The Q8 interior is a major step up from the Q7, replacing the dashboard-mounted pop-up screen, center trackpad, and dedicated HVAC section, with two high-definition touchscreens that are similarly found in the A7 and A8. Audi has programmed their screens with strong haptic and audio feedback when inputs are acknowledged, but it still doesn’t address the issue of hunting for the intended button and visually confirming you hit the right prompt. To limit driver distraction, Audi has implemented other ways to input commands with a voice control system that effectively detects natural spoken dialogue, and ergonomic steering wheel buttons that control the 12.3-inch Virtual Cockpit interface with 1920p native resolution.
The steering wheel is the same variant used in other Audi SUVs with black plastic surfaces, and does not feel as premium as the one in the range-topping A8 Sedan. Sadly, we don’t receive the flat-bottom S-Line steering wheel like they do overseas. We also noticed a few cost-cutting areas in the Q8, such as the VW-like hard black shiny plastics covering a large part of the door sills and rear seat shoulders. The seats are not as comfortable or as supportive as its sedan counterparts either, despite being equipped with adjustable lumbar, massage, heated, and ventilated functions. The front armrests do not heat up either and like the A7, the rear windows do not retract all the way down. One-third of it protrudes up, preventing occupants from resting their arms out the window.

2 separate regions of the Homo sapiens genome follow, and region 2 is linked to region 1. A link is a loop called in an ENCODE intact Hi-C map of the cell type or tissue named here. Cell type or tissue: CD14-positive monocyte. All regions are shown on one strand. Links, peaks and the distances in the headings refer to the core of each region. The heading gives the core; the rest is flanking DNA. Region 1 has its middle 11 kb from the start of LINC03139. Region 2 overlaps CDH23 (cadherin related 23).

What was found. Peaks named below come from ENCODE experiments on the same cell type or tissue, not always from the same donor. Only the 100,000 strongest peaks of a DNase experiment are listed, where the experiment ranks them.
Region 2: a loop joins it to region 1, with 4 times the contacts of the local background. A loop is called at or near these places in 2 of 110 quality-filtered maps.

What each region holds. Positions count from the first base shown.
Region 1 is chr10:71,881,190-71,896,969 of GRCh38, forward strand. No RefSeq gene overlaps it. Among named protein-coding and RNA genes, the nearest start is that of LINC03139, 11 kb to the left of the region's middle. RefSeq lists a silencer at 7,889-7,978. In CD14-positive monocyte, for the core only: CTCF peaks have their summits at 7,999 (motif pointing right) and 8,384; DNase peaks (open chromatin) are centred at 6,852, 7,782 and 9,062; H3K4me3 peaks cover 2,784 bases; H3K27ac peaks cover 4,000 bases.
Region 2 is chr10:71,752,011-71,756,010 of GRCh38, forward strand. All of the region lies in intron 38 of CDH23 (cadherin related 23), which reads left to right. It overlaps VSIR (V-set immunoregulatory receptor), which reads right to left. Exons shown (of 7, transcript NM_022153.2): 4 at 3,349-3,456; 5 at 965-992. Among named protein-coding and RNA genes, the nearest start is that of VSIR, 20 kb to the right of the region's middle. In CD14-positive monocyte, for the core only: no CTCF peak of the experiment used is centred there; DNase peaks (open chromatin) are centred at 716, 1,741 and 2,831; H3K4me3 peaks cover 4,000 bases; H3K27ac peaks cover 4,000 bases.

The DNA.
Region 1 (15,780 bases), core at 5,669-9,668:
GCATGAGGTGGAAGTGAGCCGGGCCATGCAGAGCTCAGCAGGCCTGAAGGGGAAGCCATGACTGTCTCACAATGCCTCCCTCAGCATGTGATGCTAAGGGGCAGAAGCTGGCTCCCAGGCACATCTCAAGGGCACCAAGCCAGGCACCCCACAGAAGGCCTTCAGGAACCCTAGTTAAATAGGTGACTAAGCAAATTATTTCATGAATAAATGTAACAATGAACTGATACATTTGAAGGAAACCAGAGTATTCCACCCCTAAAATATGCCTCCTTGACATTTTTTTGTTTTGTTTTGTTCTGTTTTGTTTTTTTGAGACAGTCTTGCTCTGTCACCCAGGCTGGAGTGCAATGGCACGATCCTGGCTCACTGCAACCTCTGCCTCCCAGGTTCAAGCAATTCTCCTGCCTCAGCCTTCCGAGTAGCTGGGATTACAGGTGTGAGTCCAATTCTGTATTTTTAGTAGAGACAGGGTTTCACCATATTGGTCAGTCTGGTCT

There is only one powertrain offered with the Q8: a 3.0-litre turbocharged V6 paired with a 48-volt mild hybrid system. Under the rear cargo floor is a 10 Ah lithium ion battery system that acts as the vehicle’s alternator and start/stop system, and while it does not add supplemental torque, it enables the engine to shut off for up to 40 seconds when coasting between 60 - 160 km/h, and ensures the start/stop transition to be nearly imperceptible. Audi suggests that it will save an average of 0.7 L/100km.